Wednesday, November 16, 2011

A Conversation with Salvador Dali...?!

My Other Realm sources--those who travel between worlds and dimensions--have informed me that Salvador Dali, The Master of the Surreal, now existing in the AlternaWorld, has gotten a hold of my collection, The Dark is Light Enough for Me.  How he got a copy is beyond me.  I didn't even know it was distributed Out There.  Over There?  Well, wherever the AlternaWorld is...  Nonetheless, I was given this transcript of a conversation from one of my sources as he spotted Dali thumbing through the pages of my book as he sat in the Biblioteca de Borges y Café en el Borde de Eternidad (Borges Library & Café at the Edge of Eternity), sipping Cthulhu Crushes with his pet anteater, Morrison, at his side. 

My Other Realm Source: Mr. Dali. I see you've got a copy of John Claude Smith's debut collection, The Dark is Light Enough for Me. 

Salvador Dali: What are you speaking of, young man?

MORS: The book in your hands.  [pointing to Dali's white-gloved hands]

Dali: Ah, yes. Dali's hands. Participants in the greatest artistic achievements man has ever witnessed.

MORS: Well, yeah...sure. So, have you read the stories yet?

Dali: Dali has not simply read them.  Dali has absorbed them. Dali is filled with the wonderful words.

MORS: So...did you enjoy the stories?

Dali: Delightful and nutritious. Like dark chocolate for the mind. Could have used more dashes and semi-colons as they are particularly tasty. But Dali's tongue dances freely at the words it has dined on.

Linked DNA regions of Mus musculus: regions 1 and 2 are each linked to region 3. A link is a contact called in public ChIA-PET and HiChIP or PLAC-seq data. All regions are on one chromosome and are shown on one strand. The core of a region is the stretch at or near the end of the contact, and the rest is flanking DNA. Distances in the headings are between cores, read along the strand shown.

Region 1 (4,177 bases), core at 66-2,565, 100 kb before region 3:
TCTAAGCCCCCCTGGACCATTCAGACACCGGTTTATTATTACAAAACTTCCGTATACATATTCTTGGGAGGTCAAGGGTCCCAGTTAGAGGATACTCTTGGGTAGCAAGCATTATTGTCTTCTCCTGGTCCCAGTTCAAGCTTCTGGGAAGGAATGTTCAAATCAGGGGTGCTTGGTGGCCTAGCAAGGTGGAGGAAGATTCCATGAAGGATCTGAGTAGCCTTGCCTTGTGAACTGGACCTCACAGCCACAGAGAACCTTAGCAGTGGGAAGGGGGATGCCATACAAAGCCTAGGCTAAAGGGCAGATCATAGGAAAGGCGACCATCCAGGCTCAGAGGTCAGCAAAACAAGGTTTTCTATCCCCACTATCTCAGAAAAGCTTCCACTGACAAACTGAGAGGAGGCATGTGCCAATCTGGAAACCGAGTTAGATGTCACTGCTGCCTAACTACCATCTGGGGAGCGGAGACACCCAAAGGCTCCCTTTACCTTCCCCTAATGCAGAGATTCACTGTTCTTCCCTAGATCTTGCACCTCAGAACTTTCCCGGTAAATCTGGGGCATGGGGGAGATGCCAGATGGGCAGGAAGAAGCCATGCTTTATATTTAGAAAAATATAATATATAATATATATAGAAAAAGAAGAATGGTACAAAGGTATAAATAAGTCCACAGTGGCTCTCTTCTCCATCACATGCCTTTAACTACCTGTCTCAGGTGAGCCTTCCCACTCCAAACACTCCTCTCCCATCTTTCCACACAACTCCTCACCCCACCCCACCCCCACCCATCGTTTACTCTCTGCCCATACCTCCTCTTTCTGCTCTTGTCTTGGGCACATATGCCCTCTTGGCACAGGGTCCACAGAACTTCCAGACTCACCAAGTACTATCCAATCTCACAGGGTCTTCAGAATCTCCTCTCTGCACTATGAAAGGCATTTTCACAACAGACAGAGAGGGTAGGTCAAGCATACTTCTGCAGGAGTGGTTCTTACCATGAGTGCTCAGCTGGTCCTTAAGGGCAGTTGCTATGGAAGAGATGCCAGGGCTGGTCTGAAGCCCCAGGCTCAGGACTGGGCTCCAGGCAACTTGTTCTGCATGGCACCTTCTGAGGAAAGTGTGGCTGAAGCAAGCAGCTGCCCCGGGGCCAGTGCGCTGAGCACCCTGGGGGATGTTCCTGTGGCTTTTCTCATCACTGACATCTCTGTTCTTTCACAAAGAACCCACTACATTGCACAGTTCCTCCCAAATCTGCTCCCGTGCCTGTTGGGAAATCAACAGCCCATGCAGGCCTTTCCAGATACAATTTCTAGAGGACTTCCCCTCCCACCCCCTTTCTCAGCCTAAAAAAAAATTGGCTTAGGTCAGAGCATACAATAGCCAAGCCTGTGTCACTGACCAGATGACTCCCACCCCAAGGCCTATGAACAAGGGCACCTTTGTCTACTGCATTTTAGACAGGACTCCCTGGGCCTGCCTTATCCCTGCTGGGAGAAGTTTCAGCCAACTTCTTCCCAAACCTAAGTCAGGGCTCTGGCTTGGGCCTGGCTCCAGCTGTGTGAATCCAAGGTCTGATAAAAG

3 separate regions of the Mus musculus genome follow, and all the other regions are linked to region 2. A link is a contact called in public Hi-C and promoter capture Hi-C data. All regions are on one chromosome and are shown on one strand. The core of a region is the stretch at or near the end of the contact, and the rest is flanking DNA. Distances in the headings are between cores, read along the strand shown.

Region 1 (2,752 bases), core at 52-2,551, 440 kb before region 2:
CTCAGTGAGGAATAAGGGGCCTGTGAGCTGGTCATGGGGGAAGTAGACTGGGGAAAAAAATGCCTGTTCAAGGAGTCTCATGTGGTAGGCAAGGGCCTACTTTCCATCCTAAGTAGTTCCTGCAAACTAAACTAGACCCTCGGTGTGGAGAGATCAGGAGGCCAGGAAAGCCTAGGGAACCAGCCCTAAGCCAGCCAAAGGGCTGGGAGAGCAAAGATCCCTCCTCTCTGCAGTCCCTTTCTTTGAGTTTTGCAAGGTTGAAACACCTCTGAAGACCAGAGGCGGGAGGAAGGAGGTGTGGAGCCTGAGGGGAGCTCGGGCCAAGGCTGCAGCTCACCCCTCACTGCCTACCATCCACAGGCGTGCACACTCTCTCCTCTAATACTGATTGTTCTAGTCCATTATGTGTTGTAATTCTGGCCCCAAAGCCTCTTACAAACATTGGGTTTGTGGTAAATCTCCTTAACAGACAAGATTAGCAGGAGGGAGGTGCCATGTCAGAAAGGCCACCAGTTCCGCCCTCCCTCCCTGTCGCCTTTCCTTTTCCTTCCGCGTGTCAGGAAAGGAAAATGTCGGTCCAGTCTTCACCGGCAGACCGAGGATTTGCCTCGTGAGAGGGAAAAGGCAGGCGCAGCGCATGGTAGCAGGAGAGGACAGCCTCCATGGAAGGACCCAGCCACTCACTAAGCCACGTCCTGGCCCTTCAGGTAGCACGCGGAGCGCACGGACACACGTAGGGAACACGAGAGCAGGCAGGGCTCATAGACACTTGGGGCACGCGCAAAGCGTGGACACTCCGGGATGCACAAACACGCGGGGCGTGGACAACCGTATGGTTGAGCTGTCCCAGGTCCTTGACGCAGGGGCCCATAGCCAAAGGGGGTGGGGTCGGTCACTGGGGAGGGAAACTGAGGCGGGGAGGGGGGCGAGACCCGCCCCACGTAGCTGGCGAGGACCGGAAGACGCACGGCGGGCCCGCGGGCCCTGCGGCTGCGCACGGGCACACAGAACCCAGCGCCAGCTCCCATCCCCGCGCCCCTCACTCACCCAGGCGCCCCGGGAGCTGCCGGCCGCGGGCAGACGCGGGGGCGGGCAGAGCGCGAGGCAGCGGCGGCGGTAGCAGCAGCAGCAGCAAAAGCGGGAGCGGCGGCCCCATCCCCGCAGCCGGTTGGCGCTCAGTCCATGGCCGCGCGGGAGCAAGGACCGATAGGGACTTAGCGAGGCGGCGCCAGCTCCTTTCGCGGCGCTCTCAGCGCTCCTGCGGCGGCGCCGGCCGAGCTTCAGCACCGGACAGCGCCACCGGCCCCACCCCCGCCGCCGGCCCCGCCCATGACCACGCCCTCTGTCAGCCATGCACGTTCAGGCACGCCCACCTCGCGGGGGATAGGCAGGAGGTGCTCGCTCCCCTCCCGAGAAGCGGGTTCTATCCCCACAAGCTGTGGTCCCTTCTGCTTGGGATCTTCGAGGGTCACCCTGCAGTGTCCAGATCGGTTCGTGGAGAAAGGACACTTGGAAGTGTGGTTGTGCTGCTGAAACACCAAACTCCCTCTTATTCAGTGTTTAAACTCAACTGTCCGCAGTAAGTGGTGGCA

MORS: [confused] So, does this mean you...would give the book a thumbs up review?

Dali: [adamant] Dali raises all thumbs and fingers in favor of more words from this Mr. John Claude Smith.

MORS: [talking directly to me in his hand held recorder] So, there you have it, our first Ten Star review, one for every finger and thumb.

Dali: Dali asks, who are you speaking to of this ten star review, young man?

MORS: I am taping this conversation for John Claude Smith. I thought he might be--

Dali: [snags the recorder from MORS hand] Dali knows strange, John Claude. Dali knows and lives strange. Your words are strange. But they taste good and Dali demands more! Do you understand?  Dali demands more! [hands recorder back to MORS]

MORS: [backing away, the company of this madman too much for him] Um...yeah.  I'm sure John Claude will appreciate the kind words. [shakes head; pauses; wonders how Dali got a print version of the book before it's officially out in print] By the way, one last question.  How did you get a print version?  It's not released in print for a few more weeks. 

Dali:  My girlfriend, who will remain Nameless, got me a copy.

MORS: [pushing for specifics] C'mon, give me a name, Dali. It'll be our little secret.

Dali: [suspiciously] I told you. Her name is Nameless. She is and will remain Nameless.

MORS: Okaaaaay...

Dali: And here she comes now. Nameless, darling...

A woman walks up.  She has no eyes, is wrapped in a gauzy material, and is wearing long black gloves.  She extends her right hand to Dali.  He bows and kisses the back of her black-gloved hand, turns it over and winks at the eye in her palm.  It winks back.  She raises both hands to her face, palms out, and winks at MORS.  MORS, rather stunned at seeing the cover model for John Claude's book in the flesh, makes a hasty exit, transmits this information to me via the shadow internet, and disappears into a multi-mirrored aisle in  Biblioteca de Borges y Café en el Borde de Eternidad, never to be seen again.  Well, okay, his image is repeated over and over and over, but he, himself, y' never seen again...

So there you have it, my first AlternaWorld Ten Star review!  Er...yeah!  Okaaaaaaaaaaaaay, as MORS would say.  Ahem.

Don't you think you would enjoy The Dark is Light Enough for Me, too?  I mean...Dali would insist you check it out [available at Amazon worldwide, Barnes & Noble andOmniLit, with more sellers on the way] as it's a nutritious treat for your well as dark chocolate for your mind. 

What? Oh, yes, this IS the way my brain works. 

Here's Dali and his pet anteater, Morrison, going for a stroll. 




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